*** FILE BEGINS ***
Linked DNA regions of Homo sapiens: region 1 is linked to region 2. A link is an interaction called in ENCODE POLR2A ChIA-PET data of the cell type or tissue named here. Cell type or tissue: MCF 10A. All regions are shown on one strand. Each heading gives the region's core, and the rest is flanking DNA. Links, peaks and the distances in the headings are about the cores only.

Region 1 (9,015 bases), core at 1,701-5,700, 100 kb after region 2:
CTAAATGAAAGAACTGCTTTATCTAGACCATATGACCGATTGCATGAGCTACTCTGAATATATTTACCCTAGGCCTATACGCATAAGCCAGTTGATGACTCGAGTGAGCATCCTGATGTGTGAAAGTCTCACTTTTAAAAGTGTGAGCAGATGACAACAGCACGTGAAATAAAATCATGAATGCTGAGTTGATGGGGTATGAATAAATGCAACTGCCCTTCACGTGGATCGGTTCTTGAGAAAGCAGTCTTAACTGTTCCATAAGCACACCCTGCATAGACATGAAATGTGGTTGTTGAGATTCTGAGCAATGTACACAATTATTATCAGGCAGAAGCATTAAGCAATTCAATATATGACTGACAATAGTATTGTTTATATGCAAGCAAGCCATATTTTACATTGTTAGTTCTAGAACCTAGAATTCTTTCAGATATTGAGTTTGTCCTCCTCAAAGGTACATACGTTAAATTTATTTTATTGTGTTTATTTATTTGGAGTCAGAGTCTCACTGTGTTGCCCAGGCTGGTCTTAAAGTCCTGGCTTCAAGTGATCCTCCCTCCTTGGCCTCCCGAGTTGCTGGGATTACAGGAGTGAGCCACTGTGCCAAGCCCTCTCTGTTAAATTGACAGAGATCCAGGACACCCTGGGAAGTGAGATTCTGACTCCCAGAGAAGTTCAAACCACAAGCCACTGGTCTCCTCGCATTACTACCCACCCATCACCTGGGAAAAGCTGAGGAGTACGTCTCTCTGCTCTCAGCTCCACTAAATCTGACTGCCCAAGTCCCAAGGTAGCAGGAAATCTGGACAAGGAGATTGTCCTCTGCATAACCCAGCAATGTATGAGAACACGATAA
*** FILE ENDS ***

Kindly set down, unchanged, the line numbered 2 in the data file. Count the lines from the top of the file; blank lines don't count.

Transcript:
Region 1 (9,015 bases), core at 1,701-5,700, 100 kb after region 2: